Broward Health North
Special Care Unit

Special Care Unit

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Tips to Lower Toddlers' Choking Risks

As curious young children explore their environment, they put food and other objects in their mouths that can stick in their windpipe (trachea) and make it difficult or impossible for them to breathe. Choking sends thousands of infants and toddlers to emergency rooms each year.

The American Academy of Pediatrics and other agencies, such as the Consumer Product Safety Commission, have worked for years to warn parents and child caregivers and to improve the safety of toys and products.

Monitor mealtimes

Before age 4, children aren't able to grind their food into small pieces. Protect your child by creating a safe eating environment and avoiding certain foods until your child is age 4.

At meals:

  • Supervise your child. Don't leave your child alone while he or she is eating.

  • Sit your child upright in a high chair.

  • Discourage eating and talking at the same time.

  • Cut your child's food into small pieces until his or her molars come in.

  • Stop your child from running with food in his or her mouth.

Do not allow a child younger than age 4 to have these foods:

  • Hot dogs

  • Nuts and seeds

  • Chunks of peanut butter

  • Chunks of meat or cheese

  • Popcorn, pretzels, potato chips, corn chips, and similar snack foods

  • Hard, gooey, or sticky candy

  • Whole grapes

  • Raisins

  • Raw vegetables, especially hard ones

  • Chewing gum

If hot dogs are the only food you have, remove the tough skin and cut the meat into small pieces.

Keep small objects out of little hands

Although food is the most common cause of choking in small children, other objects are also a threat. Keep small household items and toys with small removable parts out of toddlers' reach. Be sure to remove common offenders, such as uninflated or broken balloons, coins, marbles, tiny balls, pen caps, button-type batteries, and pins. Balloons are the toys most commonly involved in fatal choking accidents. If a child bites on an inflated latex balloon, it can pop, enter the lungs, and choke the child. Broken pieces of a balloon can also be dangerous if a young child picks one up and puts it in his or her mouth.

Choking emergencies

Choking can occur even if you take precautions. If your child has a forceful cough and is crying or vocal, let the child get the food or object out. If your child can't make a sound, have someone call 911 or your local emergency number, while you do the Heimlich maneuver. Learn the version that's right for your child's age. The American Heart Association provides standard procedures for choking victims of all ages. Once the food or object comes out, take your child to the health care provider. A piece of the object may remain in the lung; only a health care provider can tell if your child is OK.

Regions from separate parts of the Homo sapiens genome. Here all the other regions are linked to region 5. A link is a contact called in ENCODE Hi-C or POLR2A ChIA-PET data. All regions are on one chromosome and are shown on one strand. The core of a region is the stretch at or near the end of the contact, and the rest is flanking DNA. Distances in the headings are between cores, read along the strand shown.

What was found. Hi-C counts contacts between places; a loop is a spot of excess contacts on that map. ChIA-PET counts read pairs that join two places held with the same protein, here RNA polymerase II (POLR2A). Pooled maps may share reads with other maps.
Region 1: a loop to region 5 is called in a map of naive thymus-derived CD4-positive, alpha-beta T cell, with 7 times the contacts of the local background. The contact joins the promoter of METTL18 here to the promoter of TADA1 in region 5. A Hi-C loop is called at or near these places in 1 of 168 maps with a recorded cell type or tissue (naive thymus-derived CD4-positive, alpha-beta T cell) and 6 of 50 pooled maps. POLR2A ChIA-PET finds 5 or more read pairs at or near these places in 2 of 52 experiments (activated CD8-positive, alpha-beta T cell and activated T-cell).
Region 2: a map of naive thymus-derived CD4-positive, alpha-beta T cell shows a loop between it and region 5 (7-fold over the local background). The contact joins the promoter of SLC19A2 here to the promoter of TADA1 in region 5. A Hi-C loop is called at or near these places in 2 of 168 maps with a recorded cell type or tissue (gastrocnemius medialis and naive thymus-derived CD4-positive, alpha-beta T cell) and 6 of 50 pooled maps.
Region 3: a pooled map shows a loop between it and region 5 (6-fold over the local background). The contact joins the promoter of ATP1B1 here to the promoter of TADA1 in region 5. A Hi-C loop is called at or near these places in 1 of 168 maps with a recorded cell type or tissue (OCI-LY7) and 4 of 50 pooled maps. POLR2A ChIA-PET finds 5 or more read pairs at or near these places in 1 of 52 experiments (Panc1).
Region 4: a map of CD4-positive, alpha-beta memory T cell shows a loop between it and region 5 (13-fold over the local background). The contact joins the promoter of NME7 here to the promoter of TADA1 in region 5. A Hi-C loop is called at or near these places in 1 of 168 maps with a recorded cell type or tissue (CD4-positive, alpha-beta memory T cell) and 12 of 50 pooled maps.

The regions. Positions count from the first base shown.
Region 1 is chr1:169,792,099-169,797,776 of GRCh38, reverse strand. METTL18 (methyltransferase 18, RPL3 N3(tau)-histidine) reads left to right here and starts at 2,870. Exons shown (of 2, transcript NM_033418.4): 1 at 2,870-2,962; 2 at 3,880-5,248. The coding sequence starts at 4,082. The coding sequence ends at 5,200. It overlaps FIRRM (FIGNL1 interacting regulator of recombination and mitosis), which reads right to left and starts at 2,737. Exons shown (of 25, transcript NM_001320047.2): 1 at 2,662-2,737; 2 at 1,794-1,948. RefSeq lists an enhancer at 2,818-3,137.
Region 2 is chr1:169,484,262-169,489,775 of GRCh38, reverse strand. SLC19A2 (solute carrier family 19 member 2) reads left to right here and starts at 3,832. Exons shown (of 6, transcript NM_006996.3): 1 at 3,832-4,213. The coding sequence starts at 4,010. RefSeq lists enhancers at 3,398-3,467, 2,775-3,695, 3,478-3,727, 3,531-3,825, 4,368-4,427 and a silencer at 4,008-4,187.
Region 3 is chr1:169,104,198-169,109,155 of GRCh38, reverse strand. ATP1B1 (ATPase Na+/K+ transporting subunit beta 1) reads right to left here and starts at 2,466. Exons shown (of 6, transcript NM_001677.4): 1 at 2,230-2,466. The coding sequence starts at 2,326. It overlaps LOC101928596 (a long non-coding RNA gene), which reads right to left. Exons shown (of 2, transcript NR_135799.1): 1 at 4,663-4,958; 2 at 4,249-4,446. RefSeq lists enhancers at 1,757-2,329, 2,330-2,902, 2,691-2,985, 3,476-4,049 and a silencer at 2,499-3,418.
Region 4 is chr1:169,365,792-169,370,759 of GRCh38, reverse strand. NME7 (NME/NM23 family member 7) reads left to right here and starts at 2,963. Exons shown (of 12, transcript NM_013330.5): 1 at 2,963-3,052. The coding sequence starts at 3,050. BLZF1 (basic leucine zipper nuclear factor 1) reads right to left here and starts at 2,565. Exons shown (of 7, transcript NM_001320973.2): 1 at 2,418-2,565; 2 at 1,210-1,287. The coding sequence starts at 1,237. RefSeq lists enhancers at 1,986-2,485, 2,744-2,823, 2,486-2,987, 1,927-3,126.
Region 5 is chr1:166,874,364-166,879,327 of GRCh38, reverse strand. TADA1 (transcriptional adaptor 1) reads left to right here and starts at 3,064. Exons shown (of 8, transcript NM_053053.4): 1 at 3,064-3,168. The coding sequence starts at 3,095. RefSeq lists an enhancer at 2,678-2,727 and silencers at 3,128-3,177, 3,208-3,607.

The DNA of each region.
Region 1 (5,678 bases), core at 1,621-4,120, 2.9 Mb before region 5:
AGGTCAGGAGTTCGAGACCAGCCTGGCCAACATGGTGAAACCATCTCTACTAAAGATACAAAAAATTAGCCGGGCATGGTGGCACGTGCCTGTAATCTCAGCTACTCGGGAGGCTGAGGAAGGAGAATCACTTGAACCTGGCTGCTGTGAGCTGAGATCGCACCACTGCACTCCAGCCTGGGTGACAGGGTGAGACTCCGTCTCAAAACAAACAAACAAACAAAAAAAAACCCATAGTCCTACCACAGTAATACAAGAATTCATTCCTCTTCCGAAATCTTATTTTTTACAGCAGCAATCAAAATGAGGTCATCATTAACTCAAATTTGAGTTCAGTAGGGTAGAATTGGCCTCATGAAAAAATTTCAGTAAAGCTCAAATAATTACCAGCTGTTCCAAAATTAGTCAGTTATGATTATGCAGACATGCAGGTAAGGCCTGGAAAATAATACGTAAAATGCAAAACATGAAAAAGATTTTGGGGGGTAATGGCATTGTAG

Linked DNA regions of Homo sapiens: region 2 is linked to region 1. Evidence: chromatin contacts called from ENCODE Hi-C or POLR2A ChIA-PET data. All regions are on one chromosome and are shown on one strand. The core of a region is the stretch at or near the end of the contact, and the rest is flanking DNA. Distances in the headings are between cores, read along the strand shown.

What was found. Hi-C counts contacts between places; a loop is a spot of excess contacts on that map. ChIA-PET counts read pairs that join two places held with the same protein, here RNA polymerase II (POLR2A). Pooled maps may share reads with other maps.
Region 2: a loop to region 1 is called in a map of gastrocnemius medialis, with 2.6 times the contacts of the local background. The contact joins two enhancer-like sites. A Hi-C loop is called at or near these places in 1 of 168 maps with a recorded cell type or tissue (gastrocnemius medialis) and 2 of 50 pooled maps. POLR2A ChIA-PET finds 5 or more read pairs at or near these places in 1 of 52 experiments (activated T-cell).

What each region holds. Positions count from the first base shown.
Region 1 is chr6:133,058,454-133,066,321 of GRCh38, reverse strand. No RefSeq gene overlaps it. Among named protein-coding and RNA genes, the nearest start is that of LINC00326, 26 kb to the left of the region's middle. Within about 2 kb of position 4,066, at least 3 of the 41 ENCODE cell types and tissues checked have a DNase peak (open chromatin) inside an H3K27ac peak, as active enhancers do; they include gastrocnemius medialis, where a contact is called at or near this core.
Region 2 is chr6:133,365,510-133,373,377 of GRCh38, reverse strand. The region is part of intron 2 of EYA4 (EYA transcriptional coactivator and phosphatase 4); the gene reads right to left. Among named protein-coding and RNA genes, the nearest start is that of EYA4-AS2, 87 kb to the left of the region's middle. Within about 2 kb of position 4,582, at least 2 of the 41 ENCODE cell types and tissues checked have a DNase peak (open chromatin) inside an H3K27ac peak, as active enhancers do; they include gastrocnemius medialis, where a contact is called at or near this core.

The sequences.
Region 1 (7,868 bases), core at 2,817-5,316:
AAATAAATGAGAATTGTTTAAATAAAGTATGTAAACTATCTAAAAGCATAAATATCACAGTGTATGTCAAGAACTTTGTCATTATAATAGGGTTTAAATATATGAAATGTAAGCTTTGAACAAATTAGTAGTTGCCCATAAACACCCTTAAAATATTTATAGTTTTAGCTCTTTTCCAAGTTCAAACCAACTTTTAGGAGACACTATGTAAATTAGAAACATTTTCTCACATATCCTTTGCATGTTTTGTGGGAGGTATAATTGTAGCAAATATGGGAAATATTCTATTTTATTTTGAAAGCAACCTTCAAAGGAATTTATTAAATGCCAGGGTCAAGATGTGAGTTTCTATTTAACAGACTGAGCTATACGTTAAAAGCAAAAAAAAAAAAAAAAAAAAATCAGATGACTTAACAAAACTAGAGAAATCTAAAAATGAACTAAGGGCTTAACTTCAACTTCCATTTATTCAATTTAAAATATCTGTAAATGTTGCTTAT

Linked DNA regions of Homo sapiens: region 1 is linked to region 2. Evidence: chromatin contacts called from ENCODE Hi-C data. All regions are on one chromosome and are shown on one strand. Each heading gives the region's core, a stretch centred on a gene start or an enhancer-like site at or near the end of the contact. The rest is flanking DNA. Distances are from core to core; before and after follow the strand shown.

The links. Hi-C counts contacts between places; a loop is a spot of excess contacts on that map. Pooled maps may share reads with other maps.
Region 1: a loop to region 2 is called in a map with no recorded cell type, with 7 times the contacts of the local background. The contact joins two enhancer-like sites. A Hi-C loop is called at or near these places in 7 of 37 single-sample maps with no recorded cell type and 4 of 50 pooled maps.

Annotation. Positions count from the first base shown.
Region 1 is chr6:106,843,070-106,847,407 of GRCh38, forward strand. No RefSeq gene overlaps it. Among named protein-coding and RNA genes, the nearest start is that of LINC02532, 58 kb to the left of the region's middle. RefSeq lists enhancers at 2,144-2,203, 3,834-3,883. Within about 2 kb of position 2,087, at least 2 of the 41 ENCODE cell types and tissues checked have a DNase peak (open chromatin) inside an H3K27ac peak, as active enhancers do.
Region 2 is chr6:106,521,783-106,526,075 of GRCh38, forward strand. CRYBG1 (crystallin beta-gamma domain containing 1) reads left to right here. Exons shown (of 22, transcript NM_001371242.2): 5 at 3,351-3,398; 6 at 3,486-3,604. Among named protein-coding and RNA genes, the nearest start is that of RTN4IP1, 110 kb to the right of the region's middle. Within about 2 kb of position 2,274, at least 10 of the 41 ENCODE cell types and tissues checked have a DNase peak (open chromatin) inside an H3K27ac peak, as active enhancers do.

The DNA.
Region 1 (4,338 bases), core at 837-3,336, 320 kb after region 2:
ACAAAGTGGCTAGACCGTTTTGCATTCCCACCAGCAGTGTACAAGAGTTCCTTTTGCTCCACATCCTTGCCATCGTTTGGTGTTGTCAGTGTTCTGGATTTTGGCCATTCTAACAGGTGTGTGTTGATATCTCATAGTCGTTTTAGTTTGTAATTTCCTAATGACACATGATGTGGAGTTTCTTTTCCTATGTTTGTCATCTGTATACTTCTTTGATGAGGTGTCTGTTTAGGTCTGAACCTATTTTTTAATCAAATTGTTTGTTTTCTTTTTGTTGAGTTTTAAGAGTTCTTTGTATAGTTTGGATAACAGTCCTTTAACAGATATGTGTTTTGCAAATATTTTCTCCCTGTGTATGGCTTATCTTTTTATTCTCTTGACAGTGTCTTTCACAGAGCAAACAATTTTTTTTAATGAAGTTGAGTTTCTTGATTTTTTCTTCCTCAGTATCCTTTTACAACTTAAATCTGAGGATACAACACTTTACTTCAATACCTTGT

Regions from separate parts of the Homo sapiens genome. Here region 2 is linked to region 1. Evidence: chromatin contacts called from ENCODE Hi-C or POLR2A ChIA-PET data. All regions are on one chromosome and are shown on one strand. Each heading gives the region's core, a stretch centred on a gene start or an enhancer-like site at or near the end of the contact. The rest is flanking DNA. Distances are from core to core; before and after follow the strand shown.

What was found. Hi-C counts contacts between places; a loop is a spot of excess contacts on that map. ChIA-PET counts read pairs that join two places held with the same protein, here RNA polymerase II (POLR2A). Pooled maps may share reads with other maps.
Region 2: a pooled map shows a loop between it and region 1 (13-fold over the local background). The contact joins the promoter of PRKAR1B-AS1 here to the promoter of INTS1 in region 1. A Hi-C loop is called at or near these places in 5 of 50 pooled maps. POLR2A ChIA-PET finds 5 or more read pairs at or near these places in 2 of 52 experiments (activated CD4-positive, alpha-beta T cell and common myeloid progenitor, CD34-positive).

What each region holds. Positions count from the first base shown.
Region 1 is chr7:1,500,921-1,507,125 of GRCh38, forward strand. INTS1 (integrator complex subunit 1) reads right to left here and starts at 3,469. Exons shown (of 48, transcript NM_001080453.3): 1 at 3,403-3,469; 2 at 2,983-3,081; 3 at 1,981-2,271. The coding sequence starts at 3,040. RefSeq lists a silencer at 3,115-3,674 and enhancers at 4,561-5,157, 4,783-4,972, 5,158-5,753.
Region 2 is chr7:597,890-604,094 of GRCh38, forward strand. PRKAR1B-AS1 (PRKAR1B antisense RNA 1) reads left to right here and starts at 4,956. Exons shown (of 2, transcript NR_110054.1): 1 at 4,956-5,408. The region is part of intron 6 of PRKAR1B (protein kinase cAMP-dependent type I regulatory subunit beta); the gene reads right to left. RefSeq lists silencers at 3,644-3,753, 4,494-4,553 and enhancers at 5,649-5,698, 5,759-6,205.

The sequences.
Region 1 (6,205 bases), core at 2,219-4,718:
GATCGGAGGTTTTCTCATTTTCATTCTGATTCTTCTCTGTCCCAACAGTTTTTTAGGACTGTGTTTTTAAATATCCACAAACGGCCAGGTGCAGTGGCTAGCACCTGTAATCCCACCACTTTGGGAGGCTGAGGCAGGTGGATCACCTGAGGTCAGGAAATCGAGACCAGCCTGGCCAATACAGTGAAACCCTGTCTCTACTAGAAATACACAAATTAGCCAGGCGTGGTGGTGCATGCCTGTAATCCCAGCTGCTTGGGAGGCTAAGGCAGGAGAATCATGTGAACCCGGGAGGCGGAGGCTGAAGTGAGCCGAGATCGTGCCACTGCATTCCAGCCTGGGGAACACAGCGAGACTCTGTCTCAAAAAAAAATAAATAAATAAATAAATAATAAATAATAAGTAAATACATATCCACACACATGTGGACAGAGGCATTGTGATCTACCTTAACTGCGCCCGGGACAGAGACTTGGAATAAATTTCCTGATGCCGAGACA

The Special Care Unit at Broward Health North is dedicated to providing specialized care to serve the acute needs of the catastrophically ill, ventilator dependent or otherwise medically complex patient.

The Unit is appropriate for those patients who no longer require the intensive care setting, but will benefit from an extended acute care hospital stay.

We provide a step-down model which includes:

- Cardiac Monitoring
- Critical Care trained/ACLS Certified Nurses
- Aggressive Pulmonary Rehabilitation
- Physical, Occupational and Speech Therapy.
- We also have an excellent Brain/Coma Stimulation program for patients who are appropriate for those services.

Located in a full service hospital setting, our patients benefit from the many services available on site, and the physician specialists on staff at Broward Health North, an Adult Level II Trauma Center and a facility of Broward Health.

Our goal is to help patients reach their maximum potential as quickly as possible. Statistics indicate that when the rehabilitative process is started at inception, overall results are greatly improved. Because our staff are solely dedicated to the patients on our unit, we are able to provide a better ratio of therapist to patient care then other, similar programs.

By combining resources, our Interdisciplinary team offers patients a continuum of personalized acute care with a progressive rehabilitation component.

Services Provided:

  • Access to licensed physicians.
  • Cardiac Monitoring and telemetry services
  • Integrated Ventilator Alarm System
  • Immediate access to emergency medical services
  • Individualized treatment program
  • Interdisciplinary team conferences
  • Flexible visiting hours
  • Pet Therapy
  • Music Therapy
  • Overnight stays may be arranged
  • Patient and family support groups

Patient Categories:

  • Adult ventilator-dependent patients
  • Cardiopulmonary Disorders
  • Catastrophic Illness
  • Head/Brain Trauma
  • Multiple Trauma
  • Medically complex patients
  • Multi-System Failure
  • Neurological and Central Nervous System Disorders
  • Pre/post organ transplants

We are pleased to provide an on site evaluation of patients for consideration. We accept referrals from attending physicians, consultants, case managers, social workers, insurance companies, nurses and family members.

We accept most insurances, Medicare and Workers Compensation.

We recognize the need for quick and efficient transfers. Please feel free to call us at 954-786-6790 to arrange a tour of the unit and address any questions to our nurse liaisons.

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